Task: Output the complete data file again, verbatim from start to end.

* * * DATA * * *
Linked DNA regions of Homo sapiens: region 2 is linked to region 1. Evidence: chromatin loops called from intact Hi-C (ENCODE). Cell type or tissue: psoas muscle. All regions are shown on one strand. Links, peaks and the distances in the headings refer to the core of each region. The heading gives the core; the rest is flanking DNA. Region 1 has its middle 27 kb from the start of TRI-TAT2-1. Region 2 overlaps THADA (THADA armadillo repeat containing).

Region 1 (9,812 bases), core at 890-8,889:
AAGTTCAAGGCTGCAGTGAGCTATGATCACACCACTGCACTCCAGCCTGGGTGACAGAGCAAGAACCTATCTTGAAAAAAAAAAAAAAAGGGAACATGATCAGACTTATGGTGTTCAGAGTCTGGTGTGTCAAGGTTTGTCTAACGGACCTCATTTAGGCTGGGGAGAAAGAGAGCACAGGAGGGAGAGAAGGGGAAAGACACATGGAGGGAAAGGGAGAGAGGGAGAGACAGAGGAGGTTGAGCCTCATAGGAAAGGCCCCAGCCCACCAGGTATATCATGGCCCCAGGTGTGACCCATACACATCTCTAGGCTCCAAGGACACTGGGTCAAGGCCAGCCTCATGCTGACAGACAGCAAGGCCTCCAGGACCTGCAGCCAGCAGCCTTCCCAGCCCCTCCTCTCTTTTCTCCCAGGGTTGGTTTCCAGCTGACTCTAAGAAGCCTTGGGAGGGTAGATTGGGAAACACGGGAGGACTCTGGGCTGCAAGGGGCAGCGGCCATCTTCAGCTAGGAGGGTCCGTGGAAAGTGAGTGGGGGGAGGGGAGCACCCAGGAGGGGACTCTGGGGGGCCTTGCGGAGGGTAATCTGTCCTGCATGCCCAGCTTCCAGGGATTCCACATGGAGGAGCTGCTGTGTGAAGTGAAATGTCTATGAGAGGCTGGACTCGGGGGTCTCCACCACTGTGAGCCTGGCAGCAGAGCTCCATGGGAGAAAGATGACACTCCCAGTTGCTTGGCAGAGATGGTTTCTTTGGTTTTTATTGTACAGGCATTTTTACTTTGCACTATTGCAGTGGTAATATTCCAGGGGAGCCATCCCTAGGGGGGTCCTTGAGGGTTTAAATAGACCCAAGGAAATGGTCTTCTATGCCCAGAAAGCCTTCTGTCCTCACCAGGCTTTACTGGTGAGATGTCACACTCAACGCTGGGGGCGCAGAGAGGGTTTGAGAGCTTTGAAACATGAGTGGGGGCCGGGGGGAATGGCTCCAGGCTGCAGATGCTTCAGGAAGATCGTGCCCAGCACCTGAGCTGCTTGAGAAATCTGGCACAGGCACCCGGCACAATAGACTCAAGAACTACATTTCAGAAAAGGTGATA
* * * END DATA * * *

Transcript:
Linked DNA regions of Homo sapiens: region 2 is linked to region 1. Evidence: chromatin loops called from intact Hi-C (ENCODE). Cell type or tissue: psoas muscle. All regions are shown on one strand. Links, peaks and the distances in the headings refer to the core of each region. The heading gives the core; the rest is flanking DNA. Region 1 has its middle 27 kb from the start of TRI-TAT2-1. Region 2 overlaps THADA (THADA armadillo repeat containing).

Region 1 (9,812 bases), core at 890-8,889:
AAGTTCAAGGCTGCAGTGAGCTATGATCACACCACTGCACTCCAGCCTGGGTGACAGAGCAAGAACCTATCTTGAAAAAAAAAAAAAAAGGGAACATGATCAGACTTATGGTGTTCAGAGTCTGGTGTGTCAAGGTTTGTCTAACGGACCTCATTTAGGCTGGGGAGAAAGAGAGCACAGGAGGGAGAGAAGGGGAAAGACACATGGAGGGAAAGGGAGAGAGGGAGAGACAGAGGAGGTTGAGCCTCATAGGAAAGGCCCCAGCCCACCAGGTATATCATGGCCCCAGGTGTGACCCATACACATCTCTAGGCTCCAAGGACACTGGGTCAAGGCCAGCCTCATGCTGACAGACAGCAAGGCCTCCAGGACCTGCAGCCAGCAGCCTTCCCAGCCCCTCCTCTCTTTTCTCCCAGGGTTGGTTTCCAGCTGACTCTAAGAAGCCTTGGGAGGGTAGATTGGGAAACACGGGAGGACTCTGGGCTGCAAGGGGCAGCGGCCATCTTCAGCTAGGAGGGTCCGTGGAAAGTGAGTGGGGGGAGGGGAGCACCCAGGAGGGGACTCTGGGGGGCCTTGCGGAGGGTAATCTGTCCTGCATGCCCAGCTTCCAGGGATTCCACATGGAGGAGCTGCTGTGTGAAGTGAAATGTCTATGAGAGGCTGGACTCGGGGGTCTCCACCACTGTGAGCCTGGCAGCAGAGCTCCATGGGAGAAAGATGACACTCCCAGTTGCTTGGCAGAGATGGTTTCTTTGGTTTTTATTGTACAGGCATTTTTACTTTGCACTATTGCAGTGGTAATATTCCAGGGGAGCCATCCCTAGGGGGGTCCTTGAGGGTTTAAATAGACCCAAGGAAATGGTCTTCTATGCCCAGAAAGCCTTCTGTCCTCACCAGGCTTTACTGGTGAGATGTCACACTCAACGCTGGGGGCGCAGAGAGGGTTTGAGAGCTTTGAAACATGAGTGGGGGCCGGGGGGAATGGCTCCAGGCTGCAGATGCTTCAGGAAGATCGTGCCCAGCACCTGAGCTGCTTGAGAAATCTGGCACAGGCACCCGGCACAATAGACTCAAGAACTACATTTCAGAAAAGGTGATA